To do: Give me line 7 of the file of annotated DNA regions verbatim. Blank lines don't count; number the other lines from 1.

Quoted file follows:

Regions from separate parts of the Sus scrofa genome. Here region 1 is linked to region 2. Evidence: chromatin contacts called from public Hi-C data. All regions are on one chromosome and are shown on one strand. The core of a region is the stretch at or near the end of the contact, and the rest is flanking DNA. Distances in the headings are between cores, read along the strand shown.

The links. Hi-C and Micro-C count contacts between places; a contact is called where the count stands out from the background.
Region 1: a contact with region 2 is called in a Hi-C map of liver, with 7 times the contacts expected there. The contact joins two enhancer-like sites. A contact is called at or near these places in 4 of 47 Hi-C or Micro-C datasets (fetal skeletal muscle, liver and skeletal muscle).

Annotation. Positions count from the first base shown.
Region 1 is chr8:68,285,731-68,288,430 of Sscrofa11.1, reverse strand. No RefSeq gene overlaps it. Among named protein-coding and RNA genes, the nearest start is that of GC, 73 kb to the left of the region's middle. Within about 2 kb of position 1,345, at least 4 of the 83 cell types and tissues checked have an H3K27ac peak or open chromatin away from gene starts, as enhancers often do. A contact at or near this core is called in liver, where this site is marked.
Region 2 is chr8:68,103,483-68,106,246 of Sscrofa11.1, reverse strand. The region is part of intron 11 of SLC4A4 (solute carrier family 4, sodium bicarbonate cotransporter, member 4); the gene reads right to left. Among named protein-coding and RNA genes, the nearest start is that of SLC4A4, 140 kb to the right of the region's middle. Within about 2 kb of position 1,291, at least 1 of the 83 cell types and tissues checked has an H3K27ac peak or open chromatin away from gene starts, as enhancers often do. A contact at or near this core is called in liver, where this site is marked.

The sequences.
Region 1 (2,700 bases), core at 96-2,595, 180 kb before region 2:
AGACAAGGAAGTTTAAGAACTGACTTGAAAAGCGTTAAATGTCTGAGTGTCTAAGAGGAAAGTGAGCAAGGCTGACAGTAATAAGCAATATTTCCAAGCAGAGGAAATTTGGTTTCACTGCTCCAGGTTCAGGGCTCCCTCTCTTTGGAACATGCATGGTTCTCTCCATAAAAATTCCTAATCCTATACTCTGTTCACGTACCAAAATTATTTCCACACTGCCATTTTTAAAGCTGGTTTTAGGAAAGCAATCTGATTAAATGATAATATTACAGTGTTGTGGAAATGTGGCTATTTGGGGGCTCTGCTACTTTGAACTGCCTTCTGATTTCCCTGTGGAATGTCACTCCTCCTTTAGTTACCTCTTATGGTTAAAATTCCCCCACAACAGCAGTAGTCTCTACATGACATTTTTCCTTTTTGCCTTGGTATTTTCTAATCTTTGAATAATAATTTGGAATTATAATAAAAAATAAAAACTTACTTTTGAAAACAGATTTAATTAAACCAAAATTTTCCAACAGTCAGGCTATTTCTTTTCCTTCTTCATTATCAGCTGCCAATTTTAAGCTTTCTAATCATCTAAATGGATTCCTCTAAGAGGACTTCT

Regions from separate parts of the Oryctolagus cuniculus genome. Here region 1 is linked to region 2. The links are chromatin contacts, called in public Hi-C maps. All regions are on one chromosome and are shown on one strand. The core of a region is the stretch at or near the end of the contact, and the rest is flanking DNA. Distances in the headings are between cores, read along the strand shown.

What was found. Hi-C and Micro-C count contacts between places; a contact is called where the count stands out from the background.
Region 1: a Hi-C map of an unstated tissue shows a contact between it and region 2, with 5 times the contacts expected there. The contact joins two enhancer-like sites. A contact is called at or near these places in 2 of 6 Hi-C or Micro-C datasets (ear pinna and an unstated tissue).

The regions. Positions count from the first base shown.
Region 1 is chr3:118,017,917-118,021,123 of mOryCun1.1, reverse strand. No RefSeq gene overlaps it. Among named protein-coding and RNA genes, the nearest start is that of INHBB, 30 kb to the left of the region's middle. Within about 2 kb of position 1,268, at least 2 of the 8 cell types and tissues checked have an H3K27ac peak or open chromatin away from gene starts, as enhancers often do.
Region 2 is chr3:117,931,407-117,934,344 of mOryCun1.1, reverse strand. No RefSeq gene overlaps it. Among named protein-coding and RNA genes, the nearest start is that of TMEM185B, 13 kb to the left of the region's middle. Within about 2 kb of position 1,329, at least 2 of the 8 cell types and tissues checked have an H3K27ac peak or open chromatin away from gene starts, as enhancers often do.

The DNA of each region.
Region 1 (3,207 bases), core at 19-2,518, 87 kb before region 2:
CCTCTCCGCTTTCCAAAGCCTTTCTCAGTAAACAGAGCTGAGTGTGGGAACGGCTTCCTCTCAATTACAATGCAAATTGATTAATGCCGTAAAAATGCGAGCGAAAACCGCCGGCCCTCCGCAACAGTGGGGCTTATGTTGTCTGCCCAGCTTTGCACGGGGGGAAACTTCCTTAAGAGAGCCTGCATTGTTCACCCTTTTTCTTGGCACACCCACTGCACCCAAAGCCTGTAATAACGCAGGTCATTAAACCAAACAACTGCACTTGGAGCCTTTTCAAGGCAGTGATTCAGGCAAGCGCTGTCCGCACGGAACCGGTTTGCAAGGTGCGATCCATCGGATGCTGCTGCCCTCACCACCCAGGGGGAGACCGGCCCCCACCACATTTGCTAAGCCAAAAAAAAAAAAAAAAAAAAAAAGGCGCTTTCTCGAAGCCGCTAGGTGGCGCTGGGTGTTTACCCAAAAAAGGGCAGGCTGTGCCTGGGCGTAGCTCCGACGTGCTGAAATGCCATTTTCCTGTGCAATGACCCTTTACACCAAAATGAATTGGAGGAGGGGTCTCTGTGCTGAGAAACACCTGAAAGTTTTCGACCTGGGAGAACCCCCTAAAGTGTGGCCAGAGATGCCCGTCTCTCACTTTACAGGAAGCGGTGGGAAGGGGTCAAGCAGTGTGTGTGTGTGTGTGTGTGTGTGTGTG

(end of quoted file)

The sequences.